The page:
“What is the matter with you?”
I remember hearing that question when I was about 10 years old. Our family had flown to England to visit relatives and we were in the sitting room eating cake. Chocolate cake with chocolate icing. My very favourite.
My mom said, “What is the matter with you, can’t you eat that cake properly?” I was puzzled – how do you eat cake properly? I put another piece in my mouth, closed my lips together and savoured the taste. Again I heard the question, “What is the matter with you? If you don’t eat that cake properly, I will send you to eat it in the kitchen!”
That’s fine with me, I thought, I’ll eat anywhere you like, just don’t take my cake away. Still, I figured I guess I’d better try to play along.
I gently used my fork to break away another small piece, slowly raised the fork to my lips and was relieved that another piece of this delicious flavour was safe in my mouth. Phew, now I got it. If I ate more carefully I could eat my cake in peace, even lifting the plate up to my mouth to catch every last crumb.
What was the message I took away from this experience? There is something the matter with me and if I do not fix it, I cannot keep eating my chocolate cake.
Guess what? That childhood message was wrong. There is nothing the matter with me. The truth is that I matter – and so do you. I’m fortunate enough to find much evidence of this in my own life. I hope that hearing my examples will help you find some of your own.
I often come home with my hands full, eager to get in the house to set down my things, use the washroom or get started on my next activity. What do I miss when I rush in like that? Jadie, our Golden Retriever. She is two years old and always excited to see anyone who comes home. She is so full of unconditional love that she almost jumps out of her fur when she sees you. Jadie tells me every day, “you matter so much to me.” All I have to do is slow down and notice.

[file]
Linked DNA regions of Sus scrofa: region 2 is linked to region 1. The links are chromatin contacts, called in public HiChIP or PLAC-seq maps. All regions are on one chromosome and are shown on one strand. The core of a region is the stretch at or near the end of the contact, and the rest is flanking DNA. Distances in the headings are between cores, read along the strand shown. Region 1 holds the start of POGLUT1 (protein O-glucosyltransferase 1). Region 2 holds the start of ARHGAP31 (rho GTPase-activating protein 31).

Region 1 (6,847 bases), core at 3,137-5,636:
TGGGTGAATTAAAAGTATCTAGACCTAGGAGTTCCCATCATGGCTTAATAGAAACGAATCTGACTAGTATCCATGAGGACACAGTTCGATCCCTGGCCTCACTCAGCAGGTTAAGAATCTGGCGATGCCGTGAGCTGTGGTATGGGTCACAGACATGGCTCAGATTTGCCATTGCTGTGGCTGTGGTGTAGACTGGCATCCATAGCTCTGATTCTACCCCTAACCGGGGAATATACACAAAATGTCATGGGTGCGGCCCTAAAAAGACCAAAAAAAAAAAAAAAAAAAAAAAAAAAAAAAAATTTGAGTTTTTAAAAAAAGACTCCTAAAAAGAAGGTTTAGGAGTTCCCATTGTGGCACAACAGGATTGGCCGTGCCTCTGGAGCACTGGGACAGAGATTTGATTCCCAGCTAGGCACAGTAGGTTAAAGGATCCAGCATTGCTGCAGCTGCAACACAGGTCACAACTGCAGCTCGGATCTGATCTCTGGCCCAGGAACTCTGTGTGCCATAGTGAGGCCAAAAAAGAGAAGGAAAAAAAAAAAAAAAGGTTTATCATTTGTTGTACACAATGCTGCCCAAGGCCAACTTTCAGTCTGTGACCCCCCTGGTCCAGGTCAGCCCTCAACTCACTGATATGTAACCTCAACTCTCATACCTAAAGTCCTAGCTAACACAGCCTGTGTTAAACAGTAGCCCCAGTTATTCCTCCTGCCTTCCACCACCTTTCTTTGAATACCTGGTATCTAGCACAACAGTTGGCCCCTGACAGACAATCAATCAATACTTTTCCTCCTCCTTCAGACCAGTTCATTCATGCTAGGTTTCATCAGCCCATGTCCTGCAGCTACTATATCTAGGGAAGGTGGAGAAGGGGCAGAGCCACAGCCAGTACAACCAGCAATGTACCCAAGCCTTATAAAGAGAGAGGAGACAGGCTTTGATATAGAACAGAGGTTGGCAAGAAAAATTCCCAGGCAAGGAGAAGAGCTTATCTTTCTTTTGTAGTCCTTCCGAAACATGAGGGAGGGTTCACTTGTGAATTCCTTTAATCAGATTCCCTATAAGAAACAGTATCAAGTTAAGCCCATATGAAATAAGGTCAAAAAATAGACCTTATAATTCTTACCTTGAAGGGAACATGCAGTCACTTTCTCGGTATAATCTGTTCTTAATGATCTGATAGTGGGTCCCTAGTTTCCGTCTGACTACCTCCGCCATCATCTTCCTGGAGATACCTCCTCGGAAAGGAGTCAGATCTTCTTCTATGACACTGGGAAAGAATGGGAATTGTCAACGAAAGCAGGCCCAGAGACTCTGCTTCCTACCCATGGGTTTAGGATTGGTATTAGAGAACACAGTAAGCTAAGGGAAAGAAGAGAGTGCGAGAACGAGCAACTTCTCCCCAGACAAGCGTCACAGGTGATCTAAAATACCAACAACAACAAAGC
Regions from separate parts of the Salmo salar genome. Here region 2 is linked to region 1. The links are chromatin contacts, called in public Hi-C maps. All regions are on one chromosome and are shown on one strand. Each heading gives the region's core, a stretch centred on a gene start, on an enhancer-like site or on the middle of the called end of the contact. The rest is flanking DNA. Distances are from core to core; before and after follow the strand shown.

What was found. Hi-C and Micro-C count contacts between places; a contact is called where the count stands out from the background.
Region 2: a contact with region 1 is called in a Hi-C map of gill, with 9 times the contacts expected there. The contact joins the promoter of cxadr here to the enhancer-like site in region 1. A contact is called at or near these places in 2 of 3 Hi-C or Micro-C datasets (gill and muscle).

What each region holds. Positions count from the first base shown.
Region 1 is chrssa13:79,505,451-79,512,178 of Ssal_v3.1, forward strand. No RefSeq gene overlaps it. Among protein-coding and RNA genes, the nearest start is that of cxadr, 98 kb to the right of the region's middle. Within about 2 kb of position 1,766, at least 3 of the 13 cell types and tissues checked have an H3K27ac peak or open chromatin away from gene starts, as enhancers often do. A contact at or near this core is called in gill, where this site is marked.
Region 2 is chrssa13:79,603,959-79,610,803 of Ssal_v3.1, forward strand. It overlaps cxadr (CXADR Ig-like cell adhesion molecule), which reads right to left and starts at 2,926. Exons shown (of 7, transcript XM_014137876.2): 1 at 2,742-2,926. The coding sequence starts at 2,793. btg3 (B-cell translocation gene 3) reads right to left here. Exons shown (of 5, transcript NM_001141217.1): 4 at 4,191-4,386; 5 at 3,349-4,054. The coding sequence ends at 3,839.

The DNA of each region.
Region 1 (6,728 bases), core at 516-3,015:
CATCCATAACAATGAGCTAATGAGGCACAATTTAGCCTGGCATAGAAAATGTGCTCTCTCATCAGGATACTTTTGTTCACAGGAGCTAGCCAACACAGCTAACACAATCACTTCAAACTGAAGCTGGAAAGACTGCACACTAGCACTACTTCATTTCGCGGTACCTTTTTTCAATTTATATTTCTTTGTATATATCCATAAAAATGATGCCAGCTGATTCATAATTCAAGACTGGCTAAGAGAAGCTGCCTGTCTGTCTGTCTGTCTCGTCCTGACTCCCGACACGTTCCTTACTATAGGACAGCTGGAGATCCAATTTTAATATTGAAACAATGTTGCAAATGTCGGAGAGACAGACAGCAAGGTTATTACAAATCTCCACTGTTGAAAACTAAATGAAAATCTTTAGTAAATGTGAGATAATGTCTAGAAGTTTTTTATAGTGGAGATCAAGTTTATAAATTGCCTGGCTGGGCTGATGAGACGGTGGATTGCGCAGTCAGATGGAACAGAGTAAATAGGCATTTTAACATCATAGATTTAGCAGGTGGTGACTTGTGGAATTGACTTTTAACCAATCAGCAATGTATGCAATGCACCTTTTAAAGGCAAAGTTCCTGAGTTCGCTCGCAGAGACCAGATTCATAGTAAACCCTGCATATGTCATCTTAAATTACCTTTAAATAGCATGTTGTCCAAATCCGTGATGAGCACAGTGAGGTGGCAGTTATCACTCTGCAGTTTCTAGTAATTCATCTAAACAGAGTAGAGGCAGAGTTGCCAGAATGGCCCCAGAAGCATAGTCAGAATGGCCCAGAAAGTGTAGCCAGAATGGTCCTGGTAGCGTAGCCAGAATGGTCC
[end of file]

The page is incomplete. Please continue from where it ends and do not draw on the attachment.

My husband Bob and I recently moved into our 1,300 square foot cottage. At first, we set up my desk in the living room. However, I would be working away and Bob would interrupt me with a question or conversation, breaking my concentration. I suggested we turn one of the bedrooms into an office. Eventually it would be for both of us, but for now we just set up my desk.
I happily went upstairs to the office and quietly closed the door so I could stay focused. Not too long afterwards, Bob opened the door, laptop in hand. He looked around, then headed for the short two-drawer dresser that was set up in the closet.
Still holding his laptop, he cleared the top of the dresser and set his laptop down. He left and returned with a fold-up chair. I was aghast, and retreated to the washroom. When I came back, I looked at my husband, literally in the closet surrounded by my clothes, sitting hunched over the dresser working on his laptop. He had crowded himself into 12 square feet of our spacious cottage.
I started to laugh and I said to him, “You really love me, don’t you?” In that moment, I let go of the anger that had been fuelled by the feeling of inconvenience and sense of entitlement to boundaries. By letting go, I was free to see what my husband was telling me: “You matter.”
Look now at your own life. I believe you will find just as much evidence that you matter. We all matter. The thing is that you need to be open, vulnerable, take risks, notice, let down your guard and be willing to see and experience the proof that is all around you. You matter!